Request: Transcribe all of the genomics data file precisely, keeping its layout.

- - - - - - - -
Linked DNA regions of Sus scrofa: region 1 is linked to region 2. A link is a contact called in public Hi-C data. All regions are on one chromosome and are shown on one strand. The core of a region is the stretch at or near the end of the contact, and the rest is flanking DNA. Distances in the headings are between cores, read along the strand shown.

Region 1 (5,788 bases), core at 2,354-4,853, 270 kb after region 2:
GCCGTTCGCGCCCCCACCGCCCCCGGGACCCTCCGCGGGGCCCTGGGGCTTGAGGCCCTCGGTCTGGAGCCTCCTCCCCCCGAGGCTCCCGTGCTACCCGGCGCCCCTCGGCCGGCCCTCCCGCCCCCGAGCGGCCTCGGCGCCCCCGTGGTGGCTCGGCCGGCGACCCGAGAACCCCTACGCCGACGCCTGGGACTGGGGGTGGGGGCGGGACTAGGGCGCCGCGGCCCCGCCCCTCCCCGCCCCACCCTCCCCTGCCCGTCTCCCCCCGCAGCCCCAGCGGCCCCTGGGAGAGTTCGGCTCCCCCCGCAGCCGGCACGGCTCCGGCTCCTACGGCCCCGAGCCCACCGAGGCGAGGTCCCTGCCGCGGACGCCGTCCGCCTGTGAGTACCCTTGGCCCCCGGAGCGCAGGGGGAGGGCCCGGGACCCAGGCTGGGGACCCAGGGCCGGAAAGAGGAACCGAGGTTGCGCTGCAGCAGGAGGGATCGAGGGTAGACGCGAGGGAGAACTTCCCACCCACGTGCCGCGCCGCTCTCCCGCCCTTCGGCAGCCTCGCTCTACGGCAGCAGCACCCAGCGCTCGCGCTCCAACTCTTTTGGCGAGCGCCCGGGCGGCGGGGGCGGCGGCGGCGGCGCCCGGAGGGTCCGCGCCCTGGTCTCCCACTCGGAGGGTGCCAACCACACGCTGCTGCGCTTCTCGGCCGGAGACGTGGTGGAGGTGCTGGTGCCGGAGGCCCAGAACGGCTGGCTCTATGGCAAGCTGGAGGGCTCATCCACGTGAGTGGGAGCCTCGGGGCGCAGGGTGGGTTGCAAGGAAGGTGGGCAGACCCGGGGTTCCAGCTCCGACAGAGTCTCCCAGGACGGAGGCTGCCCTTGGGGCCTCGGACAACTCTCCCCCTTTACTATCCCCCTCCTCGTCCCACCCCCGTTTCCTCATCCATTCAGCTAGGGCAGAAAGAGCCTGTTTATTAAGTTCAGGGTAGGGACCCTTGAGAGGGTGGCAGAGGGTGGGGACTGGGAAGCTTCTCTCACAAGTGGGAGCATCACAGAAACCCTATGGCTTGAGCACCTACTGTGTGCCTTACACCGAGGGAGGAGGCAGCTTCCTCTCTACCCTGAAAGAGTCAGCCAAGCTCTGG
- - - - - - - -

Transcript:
Linked DNA regions of Sus scrofa: region 1 is linked to region 2. A link is a contact called in public Hi-C data. All regions are on one chromosome and are shown on one strand. The core of a region is the stretch at or near the end of the contact, and the rest is flanking DNA. Distances in the headings are between cores, read along the strand shown.

Region 1 (5,788 bases), core at 2,354-4,853, 270 kb after region 2:
GCCGTTCGCGCCCCCACCGCCCCCGGGACCCTCCGCGGGGCCCTGGGGCTTGAGGCCCTCGGTCTGGAGCCTCCTCCCCCCGAGGCTCCCGTGCTACCCGGCGCCCCTCGGCCGGCCCTCCCGCCCCCGAGCGGCCTCGGCGCCCCCGTGGTGGCTCGGCCGGCGACCCGAGAACCCCTACGCCGACGCCTGGGACTGGGGGTGGGGGCGGGACTAGGGCGCCGCGGCCCCGCCCCTCCCCGCCCCACCCTCCCCTGCCCGTCTCCCCCCGCAGCCCCAGCGGCCCCTGGGAGAGTTCGGCTCCCCCCGCAGCCGGCACGGCTCCGGCTCCTACGGCCCCGAGCCCACCGAGGCGAGGTCCCTGCCGCGGACGCCGTCCGCCTGTGAGTACCCTTGGCCCCCGGAGCGCAGGGGGAGGGCCCGGGACCCAGGCTGGGGACCCAGGGCCGGAAAGAGGAACCGAGGTTGCGCTGCAGCAGGAGGGATCGAGGGTAGACGCGAGGGAGAACTTCCCACCCACGTGCCGCGCCGCTCTCCCGCCCTTCGGCAGCCTCGCTCTACGGCAGCAGCACCCAGCGCTCGCGCTCCAACTCTTTTGGCGAGCGCCCGGGCGGCGGGGGCGGCGGCGGCGGCGCCCGGAGGGTCCGCGCCCTGGTCTCCCACTCGGAGGGTGCCAACCACACGCTGCTGCGCTTCTCGGCCGGAGACGTGGTGGAGGTGCTGGTGCCGGAGGCCCAGAACGGCTGGCTCTATGGCAAGCTGGAGGGCTCATCCACGTGAGTGGGAGCCTCGGGGCGCAGGGTGGGTTGCAAGGAAGGTGGGCAGACCCGGGGTTCCAGCTCCGACAGAGTCTCCCAGGACGGAGGCTGCCCTTGGGGCCTCGGACAACTCTCCCCCTTTACTATCCCCCTCCTCGTCCCACCCCCGTTTCCTCATCCATTCAGCTAGGGCAGAAAGAGCCTGTTTATTAAGTTCAGGGTAGGGACCCTTGAGAGGGTGGCAGAGGGTGGGGACTGGGAAGCTTCTCTCACAAGTGGGAGCATCACAGAAACCCTATGGCTTGAGCACCTACTGTGTGCCTTACACCGAGGGAGGAGGCAGCTTCCTCTCTACCCTGAAAGAGTCAGCCAAGCTCTGG